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Search  "sqrt"

POSTMORTEM
"4096 bit ~ 96 hours is what he said.
IDK why, but when he took the challenge, he posted that it'd take 36 hours"
As @cbsa wrote, and nitwhiz wrote "but the statement was that op's i3 did it in 11 hours. So there must be a result already, which can be verified?"
I added time because I was in the middle of a port involving ArbFloat so I could get arbitrary precision. I had a crude desmos graph doing projections on what I'd already factored in order to get an idea of how long it'd take to do larger
bit lengths
@p100sch speculated on the walked back time, and overstating the rig capabilities. Instead I spent a lot of time trying to get it 'justso'.
Worse, because I had to resort to "Decimal" in python (and am currently experimenting with the same in Julia), both of which are immutable types, the GC was taking > 25% of the cpu time.
Performancewise, the numbers I cited in the actual thread, as of this time:
largest product factored was 32bit, 1855526741 * 2163967087, took 1116.111s in python.
Julia build used a slightly different method, & managed to factor a 27 bit number, 103147223 * 88789957 in 20.9s,
but this wasn't typical.
What surprised me was the variability. One bit length could take 100s or a couple thousand seconds even, and a product that was 12 bits longer could return a result in under a minute, sometimes in seconds.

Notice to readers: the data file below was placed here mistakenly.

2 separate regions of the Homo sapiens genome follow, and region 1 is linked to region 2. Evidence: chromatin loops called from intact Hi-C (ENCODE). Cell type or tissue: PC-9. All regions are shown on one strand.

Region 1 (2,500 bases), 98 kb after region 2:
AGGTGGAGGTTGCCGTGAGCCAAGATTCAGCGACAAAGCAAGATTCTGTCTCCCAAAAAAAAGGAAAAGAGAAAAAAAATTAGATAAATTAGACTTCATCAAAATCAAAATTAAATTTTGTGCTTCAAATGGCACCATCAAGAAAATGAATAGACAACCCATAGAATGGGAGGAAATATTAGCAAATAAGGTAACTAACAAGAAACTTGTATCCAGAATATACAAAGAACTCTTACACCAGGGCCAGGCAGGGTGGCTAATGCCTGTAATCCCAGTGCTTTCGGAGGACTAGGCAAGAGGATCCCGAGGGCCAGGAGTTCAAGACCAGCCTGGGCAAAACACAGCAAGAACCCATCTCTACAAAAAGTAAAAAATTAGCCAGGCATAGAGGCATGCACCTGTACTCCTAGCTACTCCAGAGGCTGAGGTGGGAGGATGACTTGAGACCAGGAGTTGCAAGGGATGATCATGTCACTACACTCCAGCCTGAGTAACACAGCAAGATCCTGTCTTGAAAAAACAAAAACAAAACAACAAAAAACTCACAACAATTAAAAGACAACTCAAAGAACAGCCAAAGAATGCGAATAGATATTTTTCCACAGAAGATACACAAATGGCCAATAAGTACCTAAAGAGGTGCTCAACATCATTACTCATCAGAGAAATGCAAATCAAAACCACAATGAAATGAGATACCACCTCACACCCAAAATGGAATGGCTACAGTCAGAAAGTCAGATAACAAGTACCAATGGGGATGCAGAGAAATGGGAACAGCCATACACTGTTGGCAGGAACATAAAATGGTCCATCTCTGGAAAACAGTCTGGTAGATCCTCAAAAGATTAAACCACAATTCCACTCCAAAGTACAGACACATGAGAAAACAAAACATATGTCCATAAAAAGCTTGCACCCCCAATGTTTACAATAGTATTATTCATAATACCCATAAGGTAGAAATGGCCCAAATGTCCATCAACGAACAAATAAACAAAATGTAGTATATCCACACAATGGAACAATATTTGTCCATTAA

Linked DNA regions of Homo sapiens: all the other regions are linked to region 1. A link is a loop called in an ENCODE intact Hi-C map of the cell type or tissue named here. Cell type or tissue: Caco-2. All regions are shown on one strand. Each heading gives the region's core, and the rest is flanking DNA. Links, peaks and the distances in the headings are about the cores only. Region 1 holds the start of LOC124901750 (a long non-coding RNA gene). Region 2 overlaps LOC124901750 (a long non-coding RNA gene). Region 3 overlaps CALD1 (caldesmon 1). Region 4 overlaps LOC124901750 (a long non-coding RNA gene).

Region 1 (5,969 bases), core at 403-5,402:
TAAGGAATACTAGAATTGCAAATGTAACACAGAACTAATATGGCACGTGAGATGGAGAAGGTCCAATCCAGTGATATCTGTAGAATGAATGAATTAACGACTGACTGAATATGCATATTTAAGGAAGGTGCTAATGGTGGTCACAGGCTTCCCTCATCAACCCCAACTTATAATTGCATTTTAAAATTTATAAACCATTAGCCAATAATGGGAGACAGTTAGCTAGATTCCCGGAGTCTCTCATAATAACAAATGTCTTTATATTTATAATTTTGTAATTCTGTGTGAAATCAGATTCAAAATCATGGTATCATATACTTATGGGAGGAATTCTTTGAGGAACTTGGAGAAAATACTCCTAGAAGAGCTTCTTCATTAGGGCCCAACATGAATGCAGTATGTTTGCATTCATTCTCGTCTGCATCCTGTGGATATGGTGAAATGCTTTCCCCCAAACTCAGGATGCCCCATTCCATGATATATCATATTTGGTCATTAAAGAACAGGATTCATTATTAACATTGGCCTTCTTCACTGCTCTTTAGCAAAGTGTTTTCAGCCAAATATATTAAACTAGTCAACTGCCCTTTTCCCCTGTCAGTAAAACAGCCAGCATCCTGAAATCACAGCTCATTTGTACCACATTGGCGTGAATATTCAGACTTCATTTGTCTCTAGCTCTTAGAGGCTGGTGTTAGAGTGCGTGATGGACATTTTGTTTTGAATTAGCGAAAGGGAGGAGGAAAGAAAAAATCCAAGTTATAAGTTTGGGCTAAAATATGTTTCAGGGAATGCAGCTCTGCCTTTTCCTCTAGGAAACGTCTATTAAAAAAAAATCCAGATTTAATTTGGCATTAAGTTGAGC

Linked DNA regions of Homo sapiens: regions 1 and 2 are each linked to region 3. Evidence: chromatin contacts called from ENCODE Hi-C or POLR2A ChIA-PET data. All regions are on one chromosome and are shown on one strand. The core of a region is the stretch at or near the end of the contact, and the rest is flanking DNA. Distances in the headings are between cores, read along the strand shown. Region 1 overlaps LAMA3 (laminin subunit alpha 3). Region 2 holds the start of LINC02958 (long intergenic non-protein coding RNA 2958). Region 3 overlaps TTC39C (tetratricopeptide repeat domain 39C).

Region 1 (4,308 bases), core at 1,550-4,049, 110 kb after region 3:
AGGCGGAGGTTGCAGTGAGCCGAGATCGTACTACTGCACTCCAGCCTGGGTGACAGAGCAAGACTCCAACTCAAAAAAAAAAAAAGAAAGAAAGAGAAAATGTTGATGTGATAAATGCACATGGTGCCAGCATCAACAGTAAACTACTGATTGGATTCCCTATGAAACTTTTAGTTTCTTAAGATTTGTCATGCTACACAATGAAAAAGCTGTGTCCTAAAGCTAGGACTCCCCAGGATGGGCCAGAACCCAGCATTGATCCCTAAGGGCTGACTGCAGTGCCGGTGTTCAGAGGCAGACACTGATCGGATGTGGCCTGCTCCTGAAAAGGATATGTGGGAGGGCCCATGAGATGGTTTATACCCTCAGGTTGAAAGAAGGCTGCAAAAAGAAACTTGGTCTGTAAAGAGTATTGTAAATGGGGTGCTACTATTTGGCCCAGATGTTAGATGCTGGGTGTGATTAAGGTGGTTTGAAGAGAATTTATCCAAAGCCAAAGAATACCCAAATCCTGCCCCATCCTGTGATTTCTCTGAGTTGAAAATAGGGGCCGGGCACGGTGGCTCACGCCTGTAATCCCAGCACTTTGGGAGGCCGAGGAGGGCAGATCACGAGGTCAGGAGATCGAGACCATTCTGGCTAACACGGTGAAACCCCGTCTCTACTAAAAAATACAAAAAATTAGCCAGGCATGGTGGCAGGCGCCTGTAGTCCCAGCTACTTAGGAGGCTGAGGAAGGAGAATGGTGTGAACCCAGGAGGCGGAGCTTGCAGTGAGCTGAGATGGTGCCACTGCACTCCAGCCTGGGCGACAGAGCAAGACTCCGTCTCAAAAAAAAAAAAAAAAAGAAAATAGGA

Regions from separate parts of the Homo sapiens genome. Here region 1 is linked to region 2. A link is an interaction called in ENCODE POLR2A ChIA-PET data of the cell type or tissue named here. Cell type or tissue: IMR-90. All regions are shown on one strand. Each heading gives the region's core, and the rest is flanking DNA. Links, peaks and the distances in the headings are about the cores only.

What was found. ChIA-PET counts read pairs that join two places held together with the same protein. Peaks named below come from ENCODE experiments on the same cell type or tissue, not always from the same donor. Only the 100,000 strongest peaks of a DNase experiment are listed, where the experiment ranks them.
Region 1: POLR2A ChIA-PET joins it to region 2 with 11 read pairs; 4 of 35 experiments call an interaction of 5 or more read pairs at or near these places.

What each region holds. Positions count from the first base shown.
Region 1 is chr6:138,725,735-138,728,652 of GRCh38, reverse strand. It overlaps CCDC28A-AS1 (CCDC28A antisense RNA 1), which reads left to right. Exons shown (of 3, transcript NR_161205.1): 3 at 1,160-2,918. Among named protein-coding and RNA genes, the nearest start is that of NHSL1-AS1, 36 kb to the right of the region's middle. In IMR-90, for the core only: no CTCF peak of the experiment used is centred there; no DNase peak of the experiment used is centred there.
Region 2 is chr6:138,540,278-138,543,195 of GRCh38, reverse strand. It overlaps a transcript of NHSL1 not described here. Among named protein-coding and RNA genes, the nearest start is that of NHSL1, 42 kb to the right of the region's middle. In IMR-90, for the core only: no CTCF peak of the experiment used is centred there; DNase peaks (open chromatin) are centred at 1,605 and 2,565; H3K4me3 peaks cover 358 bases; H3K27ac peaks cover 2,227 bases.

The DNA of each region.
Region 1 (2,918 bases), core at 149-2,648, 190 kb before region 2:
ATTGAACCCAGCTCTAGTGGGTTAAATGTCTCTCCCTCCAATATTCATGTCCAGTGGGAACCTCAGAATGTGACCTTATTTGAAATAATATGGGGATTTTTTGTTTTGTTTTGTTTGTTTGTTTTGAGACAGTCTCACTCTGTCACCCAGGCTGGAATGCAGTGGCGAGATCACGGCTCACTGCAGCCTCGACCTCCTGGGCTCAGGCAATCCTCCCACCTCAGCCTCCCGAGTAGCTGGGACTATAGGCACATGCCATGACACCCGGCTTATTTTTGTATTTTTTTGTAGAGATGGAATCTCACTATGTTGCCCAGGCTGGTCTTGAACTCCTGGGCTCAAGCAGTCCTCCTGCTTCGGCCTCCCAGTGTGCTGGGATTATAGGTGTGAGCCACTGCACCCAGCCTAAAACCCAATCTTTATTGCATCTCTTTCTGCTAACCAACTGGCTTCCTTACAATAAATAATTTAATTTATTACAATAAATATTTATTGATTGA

This started cropping up, ironically, right after I posted the thread, whats a man to do?
So I started trying a bunch of things, some of which worked. Shameless as I am, I accepted the challenge. Things weren't perfect but it was going well enough. At that point I hadn't slept in 30~ hours so when I thought I had it I let it run and went to bed. 5 AM comes, I check the program. Still calculating, and way overshot. Fuuuuuuccc...
So here we are now and it's say to safe the worlds not gonna burn if I explain it seeing as it doesn't work, or at least only some of the time.
Others people, much smarter than me, mentioned it may be a means of finding more secure pairs, and maybe so, I'm not familiar enough to know.
For everyone that followed, commented, those who contributed, even the doubters who kept a sanity check on this without whom this would have been an even bigger embarassement, and the people with their pins and tactical dots, thanks.
So here it is.
A few assumptions first.
Assuming p = the product,
a = some prime,
b = another prime,
and r = a/b (where a is smaller than b)
w = 1/sqrt(p)
(also experimented with w = 1/sqrt(p)*2 but I kept overshooting my a very small margin)
x = a/p
y = b/p